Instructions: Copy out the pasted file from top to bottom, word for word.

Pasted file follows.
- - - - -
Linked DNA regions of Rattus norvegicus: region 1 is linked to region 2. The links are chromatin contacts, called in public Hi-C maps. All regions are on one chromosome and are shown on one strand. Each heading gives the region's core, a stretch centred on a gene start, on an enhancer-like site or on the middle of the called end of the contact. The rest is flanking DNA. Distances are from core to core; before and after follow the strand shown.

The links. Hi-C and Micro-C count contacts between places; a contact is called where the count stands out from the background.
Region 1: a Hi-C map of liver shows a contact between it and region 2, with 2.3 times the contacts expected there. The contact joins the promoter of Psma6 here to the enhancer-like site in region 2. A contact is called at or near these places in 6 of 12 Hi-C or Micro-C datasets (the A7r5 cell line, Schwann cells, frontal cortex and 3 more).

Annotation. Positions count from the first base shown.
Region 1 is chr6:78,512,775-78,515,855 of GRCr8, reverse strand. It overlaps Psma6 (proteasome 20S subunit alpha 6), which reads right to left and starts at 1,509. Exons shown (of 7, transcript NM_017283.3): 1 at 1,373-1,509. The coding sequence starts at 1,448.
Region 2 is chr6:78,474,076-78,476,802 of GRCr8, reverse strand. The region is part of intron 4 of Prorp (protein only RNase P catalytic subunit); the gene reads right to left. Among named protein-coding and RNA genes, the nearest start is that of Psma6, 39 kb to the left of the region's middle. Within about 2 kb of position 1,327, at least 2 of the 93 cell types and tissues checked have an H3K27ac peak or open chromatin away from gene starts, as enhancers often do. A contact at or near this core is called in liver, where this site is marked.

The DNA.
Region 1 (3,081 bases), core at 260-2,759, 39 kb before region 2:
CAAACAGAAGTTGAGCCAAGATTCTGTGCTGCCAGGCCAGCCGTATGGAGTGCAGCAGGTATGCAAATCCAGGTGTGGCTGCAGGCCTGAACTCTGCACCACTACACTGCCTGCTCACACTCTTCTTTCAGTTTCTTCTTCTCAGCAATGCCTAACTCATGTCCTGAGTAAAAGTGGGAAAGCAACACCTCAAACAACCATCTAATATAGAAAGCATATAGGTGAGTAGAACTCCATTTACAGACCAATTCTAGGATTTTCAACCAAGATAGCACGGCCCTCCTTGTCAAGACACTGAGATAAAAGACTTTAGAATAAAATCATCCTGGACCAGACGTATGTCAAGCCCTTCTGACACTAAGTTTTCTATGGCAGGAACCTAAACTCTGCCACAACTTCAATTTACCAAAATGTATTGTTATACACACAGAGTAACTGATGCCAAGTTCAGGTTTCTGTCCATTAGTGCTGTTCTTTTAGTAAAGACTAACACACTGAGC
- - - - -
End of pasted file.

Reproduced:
Linked DNA regions of Rattus norvegicus: region 1 is linked to region 2. The links are chromatin contacts, called in public Hi-C maps. All regions are on one chromosome and are shown on one strand. Each heading gives the region's core, a stretch centred on a gene start, on an enhancer-like site or on the middle of the called end of the contact. The rest is flanking DNA. Distances are from core to core; before and after follow the strand shown.

The links. Hi-C and Micro-C count contacts between places; a contact is called where the count stands out from the background.
Region 1: a Hi-C map of liver shows a contact between it and region 2, with 2.3 times the contacts expected there. The contact joins the promoter of Psma6 here to the enhancer-like site in region 2. A contact is called at or near these places in 6 of 12 Hi-C or Micro-C datasets (the A7r5 cell line, Schwann cells, frontal cortex and 3 more).

Annotation. Positions count from the first base shown.
Region 1 is chr6:78,512,775-78,515,855 of GRCr8, reverse strand. It overlaps Psma6 (proteasome 20S subunit alpha 6), which reads right to left and starts at 1,509. Exons shown (of 7, transcript NM_017283.3): 1 at 1,373-1,509. The coding sequence starts at 1,448.
Region 2 is chr6:78,474,076-78,476,802 of GRCr8, reverse strand. The region is part of intron 4 of Prorp (protein only RNase P catalytic subunit); the gene reads right to left. Among named protein-coding and RNA genes, the nearest start is that of Psma6, 39 kb to the left of the region's middle. Within about 2 kb of position 1,327, at least 2 of the 93 cell types and tissues checked have an H3K27ac peak or open chromatin away from gene starts, as enhancers often do. A contact at or near this core is called in liver, where this site is marked.

The DNA.
Region 1 (3,081 bases), core at 260-2,759, 39 kb before region 2:
CAAACAGAAGTTGAGCCAAGATTCTGTGCTGCCAGGCCAGCCGTATGGAGTGCAGCAGGTATGCAAATCCAGGTGTGGCTGCAGGCCTGAACTCTGCACCACTACACTGCCTGCTCACACTCTTCTTTCAGTTTCTTCTTCTCAGCAATGCCTAACTCATGTCCTGAGTAAAAGTGGGAAAGCAACACCTCAAACAACCATCTAATATAGAAAGCATATAGGTGAGTAGAACTCCATTTACAGACCAATTCTAGGATTTTCAACCAAGATAGCACGGCCCTCCTTGTCAAGACACTGAGATAAAAGACTTTAGAATAAAATCATCCTGGACCAGACGTATGTCAAGCCCTTCTGACACTAAGTTTTCTATGGCAGGAACCTAAACTCTGCCACAACTTCAATTTACCAAAATGTATTGTTATACACACAGAGTAACTGATGCCAAGTTCAGGTTTCTGTCCATTAGTGCTGTTCTTTTAGTAAAGACTAACACACTGAGC